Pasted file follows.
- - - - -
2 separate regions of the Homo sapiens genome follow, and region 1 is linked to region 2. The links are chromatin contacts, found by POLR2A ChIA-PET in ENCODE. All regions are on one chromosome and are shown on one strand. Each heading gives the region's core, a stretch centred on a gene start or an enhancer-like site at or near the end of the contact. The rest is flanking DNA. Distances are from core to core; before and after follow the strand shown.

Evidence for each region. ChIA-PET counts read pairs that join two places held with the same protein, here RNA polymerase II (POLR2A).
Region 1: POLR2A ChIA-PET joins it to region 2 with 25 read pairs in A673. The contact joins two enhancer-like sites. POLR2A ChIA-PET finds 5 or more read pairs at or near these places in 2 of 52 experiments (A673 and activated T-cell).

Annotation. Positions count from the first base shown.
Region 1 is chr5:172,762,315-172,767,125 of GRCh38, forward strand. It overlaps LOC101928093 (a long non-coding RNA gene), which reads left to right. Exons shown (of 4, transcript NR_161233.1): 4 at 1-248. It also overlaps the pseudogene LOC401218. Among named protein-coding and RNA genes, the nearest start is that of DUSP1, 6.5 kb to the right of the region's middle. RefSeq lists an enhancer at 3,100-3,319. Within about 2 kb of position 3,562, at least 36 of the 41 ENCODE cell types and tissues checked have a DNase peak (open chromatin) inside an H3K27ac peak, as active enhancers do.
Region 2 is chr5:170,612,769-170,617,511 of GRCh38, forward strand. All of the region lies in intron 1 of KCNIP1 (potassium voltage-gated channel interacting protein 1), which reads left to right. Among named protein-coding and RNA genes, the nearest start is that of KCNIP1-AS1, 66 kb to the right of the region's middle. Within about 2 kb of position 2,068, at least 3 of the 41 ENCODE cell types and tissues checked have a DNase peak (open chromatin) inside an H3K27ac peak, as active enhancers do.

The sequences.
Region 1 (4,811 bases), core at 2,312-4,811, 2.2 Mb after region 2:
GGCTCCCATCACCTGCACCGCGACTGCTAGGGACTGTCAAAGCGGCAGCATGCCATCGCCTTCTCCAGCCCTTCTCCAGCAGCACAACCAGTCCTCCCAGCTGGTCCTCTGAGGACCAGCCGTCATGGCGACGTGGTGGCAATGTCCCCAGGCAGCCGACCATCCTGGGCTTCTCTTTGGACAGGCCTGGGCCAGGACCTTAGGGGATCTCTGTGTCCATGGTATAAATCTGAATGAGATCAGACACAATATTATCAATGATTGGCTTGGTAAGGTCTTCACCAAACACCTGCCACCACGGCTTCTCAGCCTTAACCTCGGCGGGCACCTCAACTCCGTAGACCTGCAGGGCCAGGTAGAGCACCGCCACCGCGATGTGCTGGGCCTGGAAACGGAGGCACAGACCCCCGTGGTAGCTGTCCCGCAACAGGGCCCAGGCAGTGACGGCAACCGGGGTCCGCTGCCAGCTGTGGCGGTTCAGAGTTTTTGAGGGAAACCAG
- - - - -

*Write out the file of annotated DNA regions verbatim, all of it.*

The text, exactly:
2 separate regions of the Homo sapiens genome follow, and region 1 is linked to region 2. The links are chromatin contacts, found by POLR2A ChIA-PET in ENCODE. All regions are on one chromosome and are shown on one strand. Each heading gives the region's core, a stretch centred on a gene start or an enhancer-like site at or near the end of the contact. The rest is flanking DNA. Distances are from core to core; before and after follow the strand shown.

Evidence for each region. ChIA-PET counts read pairs that join two places held with the same protein, here RNA polymerase II (POLR2A).
Region 1: POLR2A ChIA-PET joins it to region 2 with 25 read pairs in A673. The contact joins two enhancer-like sites. POLR2A ChIA-PET finds 5 or more read pairs at or near these places in 2 of 52 experiments (A673 and activated T-cell).

Annotation. Positions count from the first base shown.
Region 1 is chr5:172,762,315-172,767,125 of GRCh38, forward strand. It overlaps LOC101928093 (a long non-coding RNA gene), which reads left to right. Exons shown (of 4, transcript NR_161233.1): 4 at 1-248. It also overlaps the pseudogene LOC401218. Among named protein-coding and RNA genes, the nearest start is that of DUSP1, 6.5 kb to the right of the region's middle. RefSeq lists an enhancer at 3,100-3,319. Within about 2 kb of position 3,562, at least 36 of the 41 ENCODE cell types and tissues checked have a DNase peak (open chromatin) inside an H3K27ac peak, as active enhancers do.
Region 2 is chr5:170,612,769-170,617,511 of GRCh38, forward strand. All of the region lies in intron 1 of KCNIP1 (potassium voltage-gated channel interacting protein 1), which reads left to right. Among named protein-coding and RNA genes, the nearest start is that of KCNIP1-AS1, 66 kb to the right of the region's middle. Within about 2 kb of position 2,068, at least 3 of the 41 ENCODE cell types and tissues checked have a DNase peak (open chromatin) inside an H3K27ac peak, as active enhancers do.

The sequences.
Region 1 (4,811 bases), core at 2,312-4,811, 2.2 Mb after region 2:
GGCTCCCATCACCTGCACCGCGACTGCTAGGGACTGTCAAAGCGGCAGCATGCCATCGCCTTCTCCAGCCCTTCTCCAGCAGCACAACCAGTCCTCCCAGCTGGTCCTCTGAGGACCAGCCGTCATGGCGACGTGGTGGCAATGTCCCCAGGCAGCCGACCATCCTGGGCTTCTCTTTGGACAGGCCTGGGCCAGGACCTTAGGGGATCTCTGTGTCCATGGTATAAATCTGAATGAGATCAGACACAATATTATCAATGATTGGCTTGGTAAGGTCTTCACCAAACACCTGCCACCACGGCTTCTCAGCCTTAACCTCGGCGGGCACCTCAACTCCGTAGACCTGCAGGGCCAGGTAGAGCACCGCCACCGCGATGTGCTGGGCCTGGAAACGGAGGCACAGACCCCCGTGGTAGCTGTCCCGCAACAGGGCCCAGGCAGTGACGGCAACCGGGGTCCGCTGCCAGCTGTGGCGGTTCAGAGTTTTTGAGGGAAACCAG